The Committee was interested in the Public Service Commission’s plans to gradually implement a national area of selection for open competition into the federal public service. The successful implementation for such an initiative would require better electronic recruitment tools to manage the increased volume of applications it would likely generate. Widening the area of selection without better recruitment systems and tools to support it, the audit report warned, would be counterproductive, and likely result in even more short-term hiring.[10] Having considered the evidence, the Committee makes the following recommendations:


That the Treasury Board Secretariat and the Public Service Commission consult with departments and agencies to develop appropriate human resource plans and to ensure they are an integral part of their business plans.


That the Public Service Commission develop policies and procedures to create a national selection process on overall recruitment in the public service and table a report of its findings to Parliament no later than 31 October 2002.

The audit noted once again the lack of comprehensive reporting on human resource management issues to Parliament and the general public. Various aspects of the human resource management regime in the public service are reported by three central agencies: the Privy Council Office (PCO), Treasury Board Secretariat (TBS) and Public Service Commission (PSC). The PCO provides strategic direction on general issues or broad-based priorities related to the public service but they contain very little in terms of specific information on expected or actual performance. The Treasury Board Secretariat has recently developed a comprehensive framework for good human resource management but needs to do more to ensure that departments and agencies actually use the framework. The Public Service Commission should strengthen the information content of its accountability documents, focusing less on the transactions of the Commission’s affairs and placing more emphasis on outputs and outcomes generated by its activities and the challenges being faced by the Commission. This prompts the Committee to make the following recommendations:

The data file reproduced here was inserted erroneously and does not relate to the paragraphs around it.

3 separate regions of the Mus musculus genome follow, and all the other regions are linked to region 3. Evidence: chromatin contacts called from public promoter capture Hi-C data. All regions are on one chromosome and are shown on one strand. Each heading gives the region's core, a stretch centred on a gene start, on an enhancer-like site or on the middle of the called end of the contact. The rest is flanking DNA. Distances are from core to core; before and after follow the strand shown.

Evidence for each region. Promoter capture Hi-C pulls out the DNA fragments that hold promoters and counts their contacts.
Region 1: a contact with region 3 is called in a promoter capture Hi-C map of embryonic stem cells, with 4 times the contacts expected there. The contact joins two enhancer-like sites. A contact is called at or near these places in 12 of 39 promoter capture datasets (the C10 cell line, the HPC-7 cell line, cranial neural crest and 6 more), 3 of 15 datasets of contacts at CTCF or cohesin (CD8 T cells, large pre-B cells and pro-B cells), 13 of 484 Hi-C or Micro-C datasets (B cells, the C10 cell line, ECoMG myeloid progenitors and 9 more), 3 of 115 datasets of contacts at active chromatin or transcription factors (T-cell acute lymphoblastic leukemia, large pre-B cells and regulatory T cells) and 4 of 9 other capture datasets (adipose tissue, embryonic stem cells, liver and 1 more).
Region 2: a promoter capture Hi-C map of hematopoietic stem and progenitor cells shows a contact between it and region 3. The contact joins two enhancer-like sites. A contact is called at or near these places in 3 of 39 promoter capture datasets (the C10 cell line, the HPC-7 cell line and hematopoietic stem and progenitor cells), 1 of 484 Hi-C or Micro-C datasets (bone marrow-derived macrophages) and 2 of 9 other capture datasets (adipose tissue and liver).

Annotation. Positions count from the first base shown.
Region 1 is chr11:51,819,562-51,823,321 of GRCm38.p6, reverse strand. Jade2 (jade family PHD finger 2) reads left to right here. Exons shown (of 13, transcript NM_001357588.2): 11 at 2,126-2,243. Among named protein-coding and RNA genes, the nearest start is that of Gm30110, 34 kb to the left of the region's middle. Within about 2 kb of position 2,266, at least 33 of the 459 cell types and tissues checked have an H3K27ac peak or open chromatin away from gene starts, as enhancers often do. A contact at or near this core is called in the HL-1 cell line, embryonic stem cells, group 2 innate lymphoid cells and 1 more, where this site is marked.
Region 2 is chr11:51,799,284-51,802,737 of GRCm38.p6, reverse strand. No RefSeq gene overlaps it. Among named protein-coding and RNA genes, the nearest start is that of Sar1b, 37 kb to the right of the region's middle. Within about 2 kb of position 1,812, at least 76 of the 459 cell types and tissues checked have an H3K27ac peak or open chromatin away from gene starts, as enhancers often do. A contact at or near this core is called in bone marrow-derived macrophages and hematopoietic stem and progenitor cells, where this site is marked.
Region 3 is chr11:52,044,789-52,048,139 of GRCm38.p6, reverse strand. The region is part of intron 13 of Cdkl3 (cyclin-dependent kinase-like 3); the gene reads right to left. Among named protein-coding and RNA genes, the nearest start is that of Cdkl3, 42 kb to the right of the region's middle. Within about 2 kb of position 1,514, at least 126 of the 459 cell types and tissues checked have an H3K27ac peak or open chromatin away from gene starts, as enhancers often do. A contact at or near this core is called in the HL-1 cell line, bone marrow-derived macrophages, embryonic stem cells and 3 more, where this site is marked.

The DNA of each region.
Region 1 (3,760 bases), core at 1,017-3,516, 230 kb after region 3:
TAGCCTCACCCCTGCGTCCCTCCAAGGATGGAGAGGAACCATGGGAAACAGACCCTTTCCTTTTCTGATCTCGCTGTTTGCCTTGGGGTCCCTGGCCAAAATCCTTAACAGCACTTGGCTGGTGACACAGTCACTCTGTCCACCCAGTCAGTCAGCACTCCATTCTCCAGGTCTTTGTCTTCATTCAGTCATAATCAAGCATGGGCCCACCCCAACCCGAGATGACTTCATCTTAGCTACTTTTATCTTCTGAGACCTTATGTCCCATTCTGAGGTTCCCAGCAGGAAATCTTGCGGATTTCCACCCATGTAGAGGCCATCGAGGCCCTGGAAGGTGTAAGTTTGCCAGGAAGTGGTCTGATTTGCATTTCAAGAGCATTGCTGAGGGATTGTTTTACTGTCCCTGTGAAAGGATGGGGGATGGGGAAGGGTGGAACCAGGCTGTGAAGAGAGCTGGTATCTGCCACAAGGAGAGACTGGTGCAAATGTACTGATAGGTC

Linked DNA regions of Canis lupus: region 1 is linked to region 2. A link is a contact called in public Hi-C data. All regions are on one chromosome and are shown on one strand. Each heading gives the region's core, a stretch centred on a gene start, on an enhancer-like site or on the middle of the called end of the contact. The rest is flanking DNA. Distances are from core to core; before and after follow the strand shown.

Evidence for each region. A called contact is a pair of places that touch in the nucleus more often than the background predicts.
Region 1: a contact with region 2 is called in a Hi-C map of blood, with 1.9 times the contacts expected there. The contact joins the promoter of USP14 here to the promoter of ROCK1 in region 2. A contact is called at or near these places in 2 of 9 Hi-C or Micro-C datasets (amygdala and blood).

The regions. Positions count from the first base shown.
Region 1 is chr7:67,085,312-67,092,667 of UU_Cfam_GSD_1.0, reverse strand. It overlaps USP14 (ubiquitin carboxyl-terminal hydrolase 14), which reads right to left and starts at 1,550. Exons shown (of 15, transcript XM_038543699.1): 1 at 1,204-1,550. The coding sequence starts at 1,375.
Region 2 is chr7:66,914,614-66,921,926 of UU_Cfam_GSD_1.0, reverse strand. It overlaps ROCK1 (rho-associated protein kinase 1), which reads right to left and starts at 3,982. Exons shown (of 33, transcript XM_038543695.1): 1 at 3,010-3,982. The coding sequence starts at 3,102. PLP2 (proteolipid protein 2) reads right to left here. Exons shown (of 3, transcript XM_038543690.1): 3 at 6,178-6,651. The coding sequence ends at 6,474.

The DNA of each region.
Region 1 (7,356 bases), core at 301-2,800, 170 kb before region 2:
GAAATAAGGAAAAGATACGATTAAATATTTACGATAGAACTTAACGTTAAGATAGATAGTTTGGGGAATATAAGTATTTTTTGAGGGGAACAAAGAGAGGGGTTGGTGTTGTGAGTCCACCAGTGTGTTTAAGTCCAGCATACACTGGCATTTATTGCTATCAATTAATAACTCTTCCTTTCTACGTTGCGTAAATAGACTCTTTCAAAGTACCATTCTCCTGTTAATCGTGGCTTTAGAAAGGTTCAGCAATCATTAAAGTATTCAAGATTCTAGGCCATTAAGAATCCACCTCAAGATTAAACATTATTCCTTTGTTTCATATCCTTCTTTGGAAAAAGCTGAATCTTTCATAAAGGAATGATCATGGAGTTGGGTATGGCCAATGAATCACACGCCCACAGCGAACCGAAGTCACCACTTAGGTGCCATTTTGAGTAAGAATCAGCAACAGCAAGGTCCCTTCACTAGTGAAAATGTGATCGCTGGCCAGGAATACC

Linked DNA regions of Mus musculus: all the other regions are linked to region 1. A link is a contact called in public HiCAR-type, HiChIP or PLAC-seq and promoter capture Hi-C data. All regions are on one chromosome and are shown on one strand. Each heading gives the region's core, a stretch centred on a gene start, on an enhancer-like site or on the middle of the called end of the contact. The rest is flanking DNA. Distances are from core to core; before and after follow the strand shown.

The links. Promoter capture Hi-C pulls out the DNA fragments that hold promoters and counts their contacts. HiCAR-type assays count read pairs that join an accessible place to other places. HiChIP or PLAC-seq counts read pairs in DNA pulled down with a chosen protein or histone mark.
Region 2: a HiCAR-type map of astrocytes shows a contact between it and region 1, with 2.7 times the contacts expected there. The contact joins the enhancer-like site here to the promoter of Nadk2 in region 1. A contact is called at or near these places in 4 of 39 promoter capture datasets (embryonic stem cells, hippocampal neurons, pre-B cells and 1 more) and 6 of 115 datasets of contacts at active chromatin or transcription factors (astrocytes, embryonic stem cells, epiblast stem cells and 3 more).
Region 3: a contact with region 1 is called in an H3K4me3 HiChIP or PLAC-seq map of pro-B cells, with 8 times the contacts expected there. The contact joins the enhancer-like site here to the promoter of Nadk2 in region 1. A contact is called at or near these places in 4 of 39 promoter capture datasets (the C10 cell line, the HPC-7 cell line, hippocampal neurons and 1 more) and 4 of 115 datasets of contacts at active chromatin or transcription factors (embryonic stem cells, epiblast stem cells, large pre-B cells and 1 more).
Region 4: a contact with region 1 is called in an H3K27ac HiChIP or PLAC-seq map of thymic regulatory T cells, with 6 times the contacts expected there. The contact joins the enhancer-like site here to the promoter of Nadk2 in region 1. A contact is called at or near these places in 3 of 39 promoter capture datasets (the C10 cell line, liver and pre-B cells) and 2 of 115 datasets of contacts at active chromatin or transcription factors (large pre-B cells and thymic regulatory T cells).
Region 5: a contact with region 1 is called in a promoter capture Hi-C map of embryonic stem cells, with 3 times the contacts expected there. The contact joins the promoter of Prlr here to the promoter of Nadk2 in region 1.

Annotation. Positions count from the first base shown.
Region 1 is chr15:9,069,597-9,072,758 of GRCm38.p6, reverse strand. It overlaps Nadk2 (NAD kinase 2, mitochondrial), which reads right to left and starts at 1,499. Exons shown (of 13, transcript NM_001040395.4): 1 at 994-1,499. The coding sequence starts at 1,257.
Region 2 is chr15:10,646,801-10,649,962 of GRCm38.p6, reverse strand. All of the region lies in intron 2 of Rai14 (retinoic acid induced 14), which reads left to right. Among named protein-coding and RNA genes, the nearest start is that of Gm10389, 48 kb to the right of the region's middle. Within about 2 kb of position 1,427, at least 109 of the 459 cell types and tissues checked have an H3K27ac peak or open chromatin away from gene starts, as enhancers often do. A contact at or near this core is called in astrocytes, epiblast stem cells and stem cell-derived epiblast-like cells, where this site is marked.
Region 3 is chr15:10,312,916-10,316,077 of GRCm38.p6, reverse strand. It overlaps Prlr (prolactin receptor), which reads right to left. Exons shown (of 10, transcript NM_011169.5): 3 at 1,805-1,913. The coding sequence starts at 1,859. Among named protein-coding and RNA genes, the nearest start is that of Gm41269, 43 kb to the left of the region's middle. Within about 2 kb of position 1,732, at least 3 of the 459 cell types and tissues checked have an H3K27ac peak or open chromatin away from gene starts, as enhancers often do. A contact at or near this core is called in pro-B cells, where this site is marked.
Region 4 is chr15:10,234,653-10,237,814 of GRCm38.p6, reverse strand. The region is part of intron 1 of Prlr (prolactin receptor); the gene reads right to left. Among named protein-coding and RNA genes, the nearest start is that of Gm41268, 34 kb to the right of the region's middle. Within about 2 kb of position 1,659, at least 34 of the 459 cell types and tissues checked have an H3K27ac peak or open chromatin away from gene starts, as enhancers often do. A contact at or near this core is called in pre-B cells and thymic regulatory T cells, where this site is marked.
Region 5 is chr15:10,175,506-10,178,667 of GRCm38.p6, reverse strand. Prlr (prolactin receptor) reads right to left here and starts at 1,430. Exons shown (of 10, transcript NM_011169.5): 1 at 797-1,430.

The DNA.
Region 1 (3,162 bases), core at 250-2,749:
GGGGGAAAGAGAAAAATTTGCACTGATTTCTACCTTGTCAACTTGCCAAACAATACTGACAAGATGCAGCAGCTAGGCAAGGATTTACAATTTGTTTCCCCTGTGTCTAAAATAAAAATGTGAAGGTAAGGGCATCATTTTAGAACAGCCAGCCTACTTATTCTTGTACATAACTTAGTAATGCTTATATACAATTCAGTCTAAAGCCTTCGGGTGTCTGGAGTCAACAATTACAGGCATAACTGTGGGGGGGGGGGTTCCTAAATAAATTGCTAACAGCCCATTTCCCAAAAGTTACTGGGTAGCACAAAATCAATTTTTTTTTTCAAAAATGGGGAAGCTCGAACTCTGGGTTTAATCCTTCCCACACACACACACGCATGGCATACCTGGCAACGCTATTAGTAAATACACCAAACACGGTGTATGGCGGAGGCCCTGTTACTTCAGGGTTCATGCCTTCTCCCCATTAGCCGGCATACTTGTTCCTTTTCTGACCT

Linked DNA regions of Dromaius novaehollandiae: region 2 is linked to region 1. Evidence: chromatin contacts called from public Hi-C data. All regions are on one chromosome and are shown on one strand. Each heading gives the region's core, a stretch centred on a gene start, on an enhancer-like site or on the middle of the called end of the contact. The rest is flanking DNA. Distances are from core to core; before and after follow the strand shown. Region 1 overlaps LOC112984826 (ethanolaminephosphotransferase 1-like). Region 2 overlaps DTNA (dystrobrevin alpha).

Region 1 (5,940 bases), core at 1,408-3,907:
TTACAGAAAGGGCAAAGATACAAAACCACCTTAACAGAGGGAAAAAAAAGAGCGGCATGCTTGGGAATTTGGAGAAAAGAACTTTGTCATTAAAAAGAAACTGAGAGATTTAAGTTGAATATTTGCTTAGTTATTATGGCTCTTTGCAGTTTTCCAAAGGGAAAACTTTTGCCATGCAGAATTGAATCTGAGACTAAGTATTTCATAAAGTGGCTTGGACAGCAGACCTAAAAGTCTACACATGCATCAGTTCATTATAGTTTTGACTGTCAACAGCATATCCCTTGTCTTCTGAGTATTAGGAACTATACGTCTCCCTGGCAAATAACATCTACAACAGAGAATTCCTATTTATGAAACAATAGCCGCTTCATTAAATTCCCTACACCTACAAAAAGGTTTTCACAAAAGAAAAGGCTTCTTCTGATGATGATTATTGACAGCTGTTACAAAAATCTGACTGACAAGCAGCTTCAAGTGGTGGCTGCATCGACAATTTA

That the Privy Council Office provide strategic direction to the Treasury Board Secretariat and the Public Service Commission to clarify their roles and responsibilities with respect to the reporting on human resource management issues to Parliament and the general public.


That the Treasury Board Secretariat and the Public Service Commission strengthen the content of their accountability documents with respect to human resources management matters, particularly in emphasizing more on outputs and outcomes of their human resource management activities, and that these reports contain information about results expected and achieved. That they begin to present the new information content and format beginning with the fiscal year ending 31 March 2003.


The Committee acknowledges the current efforts of the government to renew and strengthen the human resource management regime. Current recruitment systems and procedures have become very complex, cumbersome and expensive; staffing activity has become predominantly short-term to offset this complexity. The emphasis on short-term recruitment casts doubts on the federal government’s capacity to attract and retain the talented and skilled people it will require to continue to provide quality services and programs to the general public. Simplifying the current human resource systems will require fundamental reform of the legislative and regulatory framework governing the human resource management regime. Thus, the Committee strongly urges the Task Force on Modernizing Human Resources Management to complete its legislative and regulatory review as quickly as possible and make the required recommendations to Cabinet. This review must be successfully completed, otherwise the federal public service’s ability to meet current and future human resource challenges will be compromised. Furthermore, the Committee also urges the participating central agencies in the human resource management regime to correct the observed shortcomings in the recruitment practices and procedures, notably by strengthening comprehensive human resource planning, upgrading recruitment tools, and improving the reporting of relevant human resource information.

Pursuant to Standing Order 109, the Committee requests that the government table a comprehensive response to this report.

A copy of the relevant Minutes of Proceedings (Meetings Nos. 40 and 56) is tabled.


Respectfully submitted,






[1]        The “core” public service refers to federal employees in the 20 departments and approximately 60 agencies that are governed under a legislative framework that is made up of three pieces of legislation: the Public Services Staff Relations Act, the Financial Administration Act, and the Public Service Employment Act.

[2]       Office of the Auditor General of Canada, 2001 Report, Chapter 2, Recruitment for Canada’s Future Public Service: Changing the System, Ottawa, 2001.

[3]        Office of the Auditor General of Canada, 2000 Report, Chapter 9, Streamlining the Human Resource Management Regime: A Study of Changing Roles and Responsibilities, Ottawa, 2000.

[4]        Office of the Auditor General of Canada, 2001 Report­, Chapter 2, Recruiting for Canada’s Future Public Service: Changing the System, Ottawa, 2001.

[5]       House of Commons, Standing Committee on Public Accounts, Evidence, 1st Session, 37th Parliament, 19 February 2002, 17:10.

[6]        Ibid., 17:00.

[7]        Ibid., 17:05.

[8]        Ibid., 17:15.

[9]        Office of the Auditor General of Canada, 2001 Report, Chapter 3, Recruitment for Canada’s Future Public Service: Changing the Practices, Ottawa, 2001.

[10]      Ibid., p. 17.